Steamboat Springs The Yampa Valley's outlook for spring runoff turned around in the span of three weeks as relentless snowstorms made up for a dry November.
Records kept by the Natural Resources Conservation Service show the water stored in the settled snow across the combined Yampa and White river drainages has rocketed since Dec. 24, from 84 percent of average to 111 percent of average.
"It's nice to get a reprieve," said Lori Jazwick, district conservationist at the Conservation Service office in Steamboat Springs.
Jazwick and colleague Vance Fulton will head for the hills later this month to begin confirming data gathered electronically at snow measuring sites in the mountains surrounding Steamboat.
The Rabbit Ears "SNOTEL" measuring site on the east side of Rabbit Ears Pass measures 64 inches of snow, according to the Conservation Service. That settled snow contains 19.2 inches of moisture, compared to the average 16.4 inches for this date. That translates to 117 percent of average. The Rabbit Ears site typically peaks on April 24, with 30.2 inches of stored water.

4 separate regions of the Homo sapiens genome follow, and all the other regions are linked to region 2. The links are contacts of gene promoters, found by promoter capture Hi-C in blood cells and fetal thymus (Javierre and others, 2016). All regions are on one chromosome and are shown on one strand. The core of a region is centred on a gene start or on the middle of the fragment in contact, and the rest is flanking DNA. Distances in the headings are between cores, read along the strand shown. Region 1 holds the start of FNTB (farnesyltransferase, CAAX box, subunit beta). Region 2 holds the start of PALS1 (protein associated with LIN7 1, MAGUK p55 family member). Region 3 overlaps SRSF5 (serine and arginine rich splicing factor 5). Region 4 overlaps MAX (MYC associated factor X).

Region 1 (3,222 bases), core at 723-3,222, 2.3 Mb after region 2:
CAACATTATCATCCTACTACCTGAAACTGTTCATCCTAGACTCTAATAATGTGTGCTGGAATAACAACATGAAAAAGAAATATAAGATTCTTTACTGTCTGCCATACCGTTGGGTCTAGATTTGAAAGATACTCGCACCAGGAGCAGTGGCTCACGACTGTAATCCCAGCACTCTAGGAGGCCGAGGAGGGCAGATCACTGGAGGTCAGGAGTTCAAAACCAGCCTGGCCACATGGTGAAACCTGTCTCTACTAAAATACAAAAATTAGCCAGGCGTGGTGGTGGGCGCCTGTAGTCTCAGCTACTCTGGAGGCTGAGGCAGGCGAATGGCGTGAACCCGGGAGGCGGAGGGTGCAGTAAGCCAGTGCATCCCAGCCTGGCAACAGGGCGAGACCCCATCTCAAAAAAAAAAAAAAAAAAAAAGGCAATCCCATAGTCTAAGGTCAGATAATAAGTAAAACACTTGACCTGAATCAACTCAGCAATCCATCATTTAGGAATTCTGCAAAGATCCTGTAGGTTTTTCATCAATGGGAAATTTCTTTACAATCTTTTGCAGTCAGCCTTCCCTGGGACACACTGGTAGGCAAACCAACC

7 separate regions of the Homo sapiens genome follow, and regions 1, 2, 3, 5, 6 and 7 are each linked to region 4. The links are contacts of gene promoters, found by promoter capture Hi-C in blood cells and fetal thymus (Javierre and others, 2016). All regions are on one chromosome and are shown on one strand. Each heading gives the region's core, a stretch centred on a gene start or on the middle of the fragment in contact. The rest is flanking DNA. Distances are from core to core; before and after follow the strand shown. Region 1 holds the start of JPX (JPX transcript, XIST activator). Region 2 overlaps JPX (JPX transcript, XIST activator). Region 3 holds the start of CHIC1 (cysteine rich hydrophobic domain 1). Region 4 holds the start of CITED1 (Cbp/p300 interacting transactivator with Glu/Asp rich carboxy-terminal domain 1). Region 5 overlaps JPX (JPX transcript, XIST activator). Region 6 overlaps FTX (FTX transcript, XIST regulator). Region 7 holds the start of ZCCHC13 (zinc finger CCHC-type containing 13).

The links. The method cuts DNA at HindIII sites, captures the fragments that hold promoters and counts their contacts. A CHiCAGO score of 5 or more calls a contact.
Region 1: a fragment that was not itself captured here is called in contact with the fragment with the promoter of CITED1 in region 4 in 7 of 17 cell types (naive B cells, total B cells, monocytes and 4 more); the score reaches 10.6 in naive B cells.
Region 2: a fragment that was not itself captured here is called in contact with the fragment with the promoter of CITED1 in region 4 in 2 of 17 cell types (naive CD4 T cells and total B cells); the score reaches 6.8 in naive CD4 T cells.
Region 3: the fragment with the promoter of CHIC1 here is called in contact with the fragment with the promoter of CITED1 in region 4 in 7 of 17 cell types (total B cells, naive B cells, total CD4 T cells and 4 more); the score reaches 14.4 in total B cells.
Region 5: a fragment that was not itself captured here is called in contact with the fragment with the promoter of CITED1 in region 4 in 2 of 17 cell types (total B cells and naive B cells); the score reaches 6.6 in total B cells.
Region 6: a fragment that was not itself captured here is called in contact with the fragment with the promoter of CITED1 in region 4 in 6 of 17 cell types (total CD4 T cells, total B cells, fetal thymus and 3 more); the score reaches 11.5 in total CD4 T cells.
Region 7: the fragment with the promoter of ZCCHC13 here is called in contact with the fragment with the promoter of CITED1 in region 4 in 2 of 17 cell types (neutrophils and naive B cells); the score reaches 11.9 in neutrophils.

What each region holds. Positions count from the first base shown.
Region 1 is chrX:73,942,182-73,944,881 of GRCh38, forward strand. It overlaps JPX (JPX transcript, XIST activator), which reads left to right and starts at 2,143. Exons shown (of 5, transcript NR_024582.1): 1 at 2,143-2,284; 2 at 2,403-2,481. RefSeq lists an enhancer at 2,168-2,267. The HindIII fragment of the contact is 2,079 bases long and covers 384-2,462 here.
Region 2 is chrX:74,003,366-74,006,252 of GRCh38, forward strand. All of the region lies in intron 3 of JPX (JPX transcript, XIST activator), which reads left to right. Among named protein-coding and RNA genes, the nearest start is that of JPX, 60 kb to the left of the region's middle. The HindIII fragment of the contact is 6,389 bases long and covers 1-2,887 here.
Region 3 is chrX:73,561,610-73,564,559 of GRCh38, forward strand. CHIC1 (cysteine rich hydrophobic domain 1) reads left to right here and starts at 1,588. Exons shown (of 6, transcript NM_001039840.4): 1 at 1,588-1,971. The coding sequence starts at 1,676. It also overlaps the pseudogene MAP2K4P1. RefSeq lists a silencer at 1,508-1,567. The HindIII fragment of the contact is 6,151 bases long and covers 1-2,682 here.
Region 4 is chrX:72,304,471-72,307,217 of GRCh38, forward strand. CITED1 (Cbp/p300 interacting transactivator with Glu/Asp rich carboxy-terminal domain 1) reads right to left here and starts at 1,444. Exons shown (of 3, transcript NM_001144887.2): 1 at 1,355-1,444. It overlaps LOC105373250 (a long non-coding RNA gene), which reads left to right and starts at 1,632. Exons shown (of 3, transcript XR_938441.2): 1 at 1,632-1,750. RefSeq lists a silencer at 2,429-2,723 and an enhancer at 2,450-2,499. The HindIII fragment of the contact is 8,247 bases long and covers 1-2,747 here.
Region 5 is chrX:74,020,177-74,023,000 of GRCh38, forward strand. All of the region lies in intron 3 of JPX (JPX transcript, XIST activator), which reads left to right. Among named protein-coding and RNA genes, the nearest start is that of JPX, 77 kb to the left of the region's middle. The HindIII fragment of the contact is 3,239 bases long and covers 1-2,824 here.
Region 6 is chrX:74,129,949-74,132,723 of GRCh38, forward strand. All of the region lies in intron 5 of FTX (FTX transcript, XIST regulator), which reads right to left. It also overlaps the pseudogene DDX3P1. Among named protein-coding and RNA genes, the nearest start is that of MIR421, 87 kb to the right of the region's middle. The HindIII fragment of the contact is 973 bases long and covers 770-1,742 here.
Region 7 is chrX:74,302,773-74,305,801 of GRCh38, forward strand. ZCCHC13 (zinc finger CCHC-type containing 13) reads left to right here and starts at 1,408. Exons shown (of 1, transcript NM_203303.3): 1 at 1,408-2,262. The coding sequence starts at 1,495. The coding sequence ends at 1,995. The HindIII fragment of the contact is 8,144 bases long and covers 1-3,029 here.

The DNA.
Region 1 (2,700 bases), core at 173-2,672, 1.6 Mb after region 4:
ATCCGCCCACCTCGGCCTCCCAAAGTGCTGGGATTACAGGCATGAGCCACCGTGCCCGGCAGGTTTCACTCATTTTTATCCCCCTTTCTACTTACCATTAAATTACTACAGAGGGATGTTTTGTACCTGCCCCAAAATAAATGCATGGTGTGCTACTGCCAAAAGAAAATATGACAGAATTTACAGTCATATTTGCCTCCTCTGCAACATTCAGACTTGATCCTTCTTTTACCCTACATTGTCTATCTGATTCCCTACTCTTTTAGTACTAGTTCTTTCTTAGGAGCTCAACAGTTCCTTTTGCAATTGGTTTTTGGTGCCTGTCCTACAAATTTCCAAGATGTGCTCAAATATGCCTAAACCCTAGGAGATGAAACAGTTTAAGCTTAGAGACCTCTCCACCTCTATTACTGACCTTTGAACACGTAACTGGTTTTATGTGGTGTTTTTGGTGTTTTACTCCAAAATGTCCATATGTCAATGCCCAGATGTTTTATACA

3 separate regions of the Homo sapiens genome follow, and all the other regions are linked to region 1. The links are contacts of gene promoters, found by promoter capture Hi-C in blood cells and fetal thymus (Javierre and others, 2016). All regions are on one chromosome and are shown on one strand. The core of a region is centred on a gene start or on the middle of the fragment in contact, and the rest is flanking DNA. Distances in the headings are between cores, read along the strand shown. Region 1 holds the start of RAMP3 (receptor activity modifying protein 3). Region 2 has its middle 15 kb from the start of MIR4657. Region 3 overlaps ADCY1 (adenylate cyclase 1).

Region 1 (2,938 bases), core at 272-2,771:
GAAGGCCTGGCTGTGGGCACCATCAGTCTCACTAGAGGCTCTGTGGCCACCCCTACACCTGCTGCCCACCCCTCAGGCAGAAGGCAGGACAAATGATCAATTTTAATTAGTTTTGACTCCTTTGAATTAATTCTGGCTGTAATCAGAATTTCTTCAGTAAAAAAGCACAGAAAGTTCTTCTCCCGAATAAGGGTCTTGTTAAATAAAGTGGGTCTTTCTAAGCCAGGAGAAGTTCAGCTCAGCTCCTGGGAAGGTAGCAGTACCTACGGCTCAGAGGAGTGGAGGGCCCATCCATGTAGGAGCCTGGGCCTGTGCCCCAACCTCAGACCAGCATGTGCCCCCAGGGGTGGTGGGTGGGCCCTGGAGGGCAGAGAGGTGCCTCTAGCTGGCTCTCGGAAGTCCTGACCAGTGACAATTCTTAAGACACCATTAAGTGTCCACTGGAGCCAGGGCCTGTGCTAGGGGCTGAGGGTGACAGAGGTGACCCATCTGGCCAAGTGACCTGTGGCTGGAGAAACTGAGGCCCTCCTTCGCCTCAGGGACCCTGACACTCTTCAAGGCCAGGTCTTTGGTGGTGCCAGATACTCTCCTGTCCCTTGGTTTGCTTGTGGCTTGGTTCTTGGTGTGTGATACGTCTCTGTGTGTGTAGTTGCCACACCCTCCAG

The snowpack Tower site at 10,500 feet on Buffalo Pass stood at 103 percent of average Monday. That converts to 21.8 inches of moisture. The Tower site typically does not peak until May 6 with 52.4 inches of water.
Longtime local weather observer Art Judson said his unofficial measuring stake on Buffalo Pass reflects a snow depth of 129 inches. The snow there has increased by 51 inches since Jan. 8, he said.
The Elk River snow measuring site is the leader on a percentage basis. The 13.1 inches of moisture stored in the accumulated snow there is 124 percent of average. Snow depth there is 50 inches. Snowpack at that site usually peaks April 8 with 20.1 inches of moisture.
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